To investigate this, I have conducted a series of modelling experiments focussed on the circulation of waters in Kangerdlugssuaq Fjord, east Greenland, using an ocean general circulation model (MITgcm). These experiments indicate that input of meltwater runoff from glaciers at the fjord head is a key mechanism driving circulation in the fjord: a mixture of melt water and fjord waters flows down-fjord in the upper part of the water column, generating a compensatory up-fjord flow of deep, warm ocean waters below. Because the strength of this circulation increases with the input of meltwater, this means that increased melting of the ice sheet surface during warmer summers may lead to more warm ocean water being drawn into the fjords, and so also facilitate increased melting of the ice sheet margins by the ocean. How significant this feedback is remains the subject of onging research.

I am also interested in how circulation of fjord waters directly influences melting of the glacier termini. Glacial meltwater is less dense than seawater, and so rises towards the fjord surface as a vigorous plume. These plumes increase the rate of ice melt where they come into contact with the glacier, and so may be an important control on marine-terminating glacier stability. By combining the modelling of these plumes with Joe and Doug’s modelling of calving mechanics, we hope to determine whether this localised enhanced melting can play an important role in the retreat of marine-terminating glaciers.

Hydrology and dynamics of the Greenland Ice Sheet

By Tom Cowton

Meltwater forming on the surface of the ice sheet during the summer months is able to penetrate to the ice sheet bed, where it then influences the sliding motion of the overlying ice. If the greater volumes of meltwater produced in warmer summers result in the ice sheet sliding faster, then this could lead to the ice sheet wasting more rapidly as the climate warms.


For my PhD research, I joined from the University of Edinburgh and University of Aberdeen a team to investigate this hypothesis. To this end, we undertook several lengthy field campaigns to obtain high resolution observations of the hydrology and dynamics of Leverett Glacier, a land-terminating outlet glacier on the western margin of the Greenland Ice Sheet. One of my main roles was to use tracing experiments to determine the form of the subglacial drainage pathways, work which provided the first direct evidence of efficient subglacial drainage channels beneath the Greenland Ice Sheet. Following this, I undertook hydrological modelling experiments to examine the relationship between meltwater runoff, subglacial water pressure and recorded ice motion, concluding that the largest fluctuations in ice motion occurred due to the expansion of water filled cavities at the bed at times when meltwater runoff was increasing.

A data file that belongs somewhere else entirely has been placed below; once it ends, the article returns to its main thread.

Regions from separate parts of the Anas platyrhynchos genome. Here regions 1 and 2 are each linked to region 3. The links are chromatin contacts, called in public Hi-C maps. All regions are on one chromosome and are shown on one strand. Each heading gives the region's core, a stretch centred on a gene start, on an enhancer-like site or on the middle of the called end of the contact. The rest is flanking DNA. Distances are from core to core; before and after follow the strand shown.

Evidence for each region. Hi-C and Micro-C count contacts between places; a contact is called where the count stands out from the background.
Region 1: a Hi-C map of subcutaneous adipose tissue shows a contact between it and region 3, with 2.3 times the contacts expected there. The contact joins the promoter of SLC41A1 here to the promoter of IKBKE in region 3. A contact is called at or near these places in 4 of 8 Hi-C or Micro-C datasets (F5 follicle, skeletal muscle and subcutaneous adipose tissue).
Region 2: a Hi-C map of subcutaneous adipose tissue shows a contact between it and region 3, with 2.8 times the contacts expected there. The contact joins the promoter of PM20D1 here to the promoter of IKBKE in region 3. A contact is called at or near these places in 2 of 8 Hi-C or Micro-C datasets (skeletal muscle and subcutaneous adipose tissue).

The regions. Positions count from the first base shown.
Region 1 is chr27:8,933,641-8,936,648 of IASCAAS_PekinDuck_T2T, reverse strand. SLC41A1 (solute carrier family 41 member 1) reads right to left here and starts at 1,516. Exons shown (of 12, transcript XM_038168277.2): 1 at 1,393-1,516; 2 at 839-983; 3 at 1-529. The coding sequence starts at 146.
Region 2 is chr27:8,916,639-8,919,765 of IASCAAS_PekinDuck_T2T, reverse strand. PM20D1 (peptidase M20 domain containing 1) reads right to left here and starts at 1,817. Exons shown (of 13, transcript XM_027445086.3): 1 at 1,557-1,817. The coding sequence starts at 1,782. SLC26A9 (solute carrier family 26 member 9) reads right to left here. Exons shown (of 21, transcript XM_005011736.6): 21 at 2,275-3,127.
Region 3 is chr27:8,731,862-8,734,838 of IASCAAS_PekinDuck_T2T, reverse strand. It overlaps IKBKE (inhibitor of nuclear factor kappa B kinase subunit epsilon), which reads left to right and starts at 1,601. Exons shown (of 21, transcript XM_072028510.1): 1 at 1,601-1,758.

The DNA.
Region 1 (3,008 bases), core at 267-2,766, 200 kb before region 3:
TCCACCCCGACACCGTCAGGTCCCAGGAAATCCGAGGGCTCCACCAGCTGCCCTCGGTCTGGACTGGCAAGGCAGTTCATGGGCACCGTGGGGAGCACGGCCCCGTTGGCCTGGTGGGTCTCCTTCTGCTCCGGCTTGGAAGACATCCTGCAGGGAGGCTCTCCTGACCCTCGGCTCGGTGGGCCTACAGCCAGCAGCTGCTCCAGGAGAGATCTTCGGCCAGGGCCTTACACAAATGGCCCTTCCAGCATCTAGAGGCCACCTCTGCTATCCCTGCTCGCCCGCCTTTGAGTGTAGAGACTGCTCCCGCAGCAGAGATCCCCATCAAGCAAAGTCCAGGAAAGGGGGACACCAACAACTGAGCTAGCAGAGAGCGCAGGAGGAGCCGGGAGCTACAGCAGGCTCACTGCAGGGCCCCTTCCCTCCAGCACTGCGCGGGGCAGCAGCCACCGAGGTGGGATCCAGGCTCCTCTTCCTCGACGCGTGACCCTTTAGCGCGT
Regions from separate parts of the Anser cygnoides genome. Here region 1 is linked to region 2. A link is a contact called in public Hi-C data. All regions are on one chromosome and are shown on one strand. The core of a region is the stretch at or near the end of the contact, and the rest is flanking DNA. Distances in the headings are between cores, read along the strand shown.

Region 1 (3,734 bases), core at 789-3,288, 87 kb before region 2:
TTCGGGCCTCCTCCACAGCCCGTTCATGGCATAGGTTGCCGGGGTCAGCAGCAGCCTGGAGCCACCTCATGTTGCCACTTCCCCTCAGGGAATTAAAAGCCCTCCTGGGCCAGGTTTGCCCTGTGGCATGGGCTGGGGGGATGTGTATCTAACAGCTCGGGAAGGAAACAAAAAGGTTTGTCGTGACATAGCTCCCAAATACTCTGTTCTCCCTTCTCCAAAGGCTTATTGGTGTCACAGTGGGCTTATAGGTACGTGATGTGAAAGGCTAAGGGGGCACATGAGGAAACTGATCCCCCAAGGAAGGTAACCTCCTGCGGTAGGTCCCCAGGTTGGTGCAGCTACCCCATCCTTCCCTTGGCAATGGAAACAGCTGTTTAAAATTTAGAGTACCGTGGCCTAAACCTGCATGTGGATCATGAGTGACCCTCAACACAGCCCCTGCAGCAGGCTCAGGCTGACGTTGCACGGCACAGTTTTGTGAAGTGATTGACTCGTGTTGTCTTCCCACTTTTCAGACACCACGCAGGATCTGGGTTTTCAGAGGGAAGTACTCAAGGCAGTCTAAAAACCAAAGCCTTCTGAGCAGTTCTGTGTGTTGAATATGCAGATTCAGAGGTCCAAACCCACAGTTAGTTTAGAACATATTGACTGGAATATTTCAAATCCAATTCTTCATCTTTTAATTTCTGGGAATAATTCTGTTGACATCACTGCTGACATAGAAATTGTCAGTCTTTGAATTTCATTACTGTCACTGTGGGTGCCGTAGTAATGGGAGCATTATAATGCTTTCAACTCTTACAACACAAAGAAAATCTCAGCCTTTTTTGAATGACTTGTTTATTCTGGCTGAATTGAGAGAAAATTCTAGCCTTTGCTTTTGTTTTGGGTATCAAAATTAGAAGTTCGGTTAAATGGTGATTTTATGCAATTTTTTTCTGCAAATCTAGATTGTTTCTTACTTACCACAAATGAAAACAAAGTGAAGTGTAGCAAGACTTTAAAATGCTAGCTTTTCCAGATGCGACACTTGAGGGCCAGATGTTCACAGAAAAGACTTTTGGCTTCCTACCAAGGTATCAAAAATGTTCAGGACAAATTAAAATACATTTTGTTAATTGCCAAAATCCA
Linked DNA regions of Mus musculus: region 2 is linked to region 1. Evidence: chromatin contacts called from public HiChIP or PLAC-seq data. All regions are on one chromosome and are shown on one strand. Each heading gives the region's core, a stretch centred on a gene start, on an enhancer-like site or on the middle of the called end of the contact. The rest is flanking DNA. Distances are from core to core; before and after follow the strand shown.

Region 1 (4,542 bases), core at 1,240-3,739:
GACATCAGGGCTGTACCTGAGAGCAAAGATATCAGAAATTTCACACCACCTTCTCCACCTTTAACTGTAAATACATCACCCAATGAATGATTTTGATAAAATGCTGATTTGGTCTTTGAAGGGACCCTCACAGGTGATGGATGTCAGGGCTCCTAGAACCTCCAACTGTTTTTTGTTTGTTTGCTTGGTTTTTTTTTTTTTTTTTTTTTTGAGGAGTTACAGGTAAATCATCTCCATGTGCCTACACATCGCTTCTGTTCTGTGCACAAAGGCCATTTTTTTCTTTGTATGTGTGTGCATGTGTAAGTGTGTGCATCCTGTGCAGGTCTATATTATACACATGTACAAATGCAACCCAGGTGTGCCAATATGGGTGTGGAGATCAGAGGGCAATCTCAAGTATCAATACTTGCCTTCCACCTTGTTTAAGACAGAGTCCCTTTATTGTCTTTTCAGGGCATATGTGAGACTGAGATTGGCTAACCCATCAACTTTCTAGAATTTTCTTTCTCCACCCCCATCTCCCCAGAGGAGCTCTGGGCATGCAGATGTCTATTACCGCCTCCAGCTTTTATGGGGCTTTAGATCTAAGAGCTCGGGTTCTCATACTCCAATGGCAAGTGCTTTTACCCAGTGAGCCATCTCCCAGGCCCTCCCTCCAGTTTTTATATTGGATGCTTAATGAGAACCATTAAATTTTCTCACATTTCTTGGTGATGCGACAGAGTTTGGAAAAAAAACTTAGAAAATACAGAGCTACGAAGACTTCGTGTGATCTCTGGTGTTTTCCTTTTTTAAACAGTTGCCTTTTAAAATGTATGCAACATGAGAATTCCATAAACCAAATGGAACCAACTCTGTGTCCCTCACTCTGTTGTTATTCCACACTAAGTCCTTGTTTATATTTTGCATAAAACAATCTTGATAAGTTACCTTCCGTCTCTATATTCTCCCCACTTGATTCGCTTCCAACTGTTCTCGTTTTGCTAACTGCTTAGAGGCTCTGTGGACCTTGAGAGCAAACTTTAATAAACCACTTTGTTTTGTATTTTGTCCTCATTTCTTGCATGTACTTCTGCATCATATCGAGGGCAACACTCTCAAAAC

As a whole, our findings indicate that while the input of meltwater increases average ice velocities during the summer months, this is offset by a subsequent decrease in ice velocity during the autumn and early winter, resulting in little net variation in ice motion from one year to the next.

Glacial erosion and geomorphology

As part of our investigation into the hydrology of Leverett Glacier, we collected several years of sediment flux data from the proglacial driver. This provided a unique opportunity to assess the erosive power of Greenland’s outlet glaciers. The calculated erosion rates indicate that Greenland’s outlet glaciers are capable of eroding their bed 1-2 orders of magnitude faster than was widely assumed, allowing new insight into the rapid rate at which ice sheets are capable of modifying the landscape.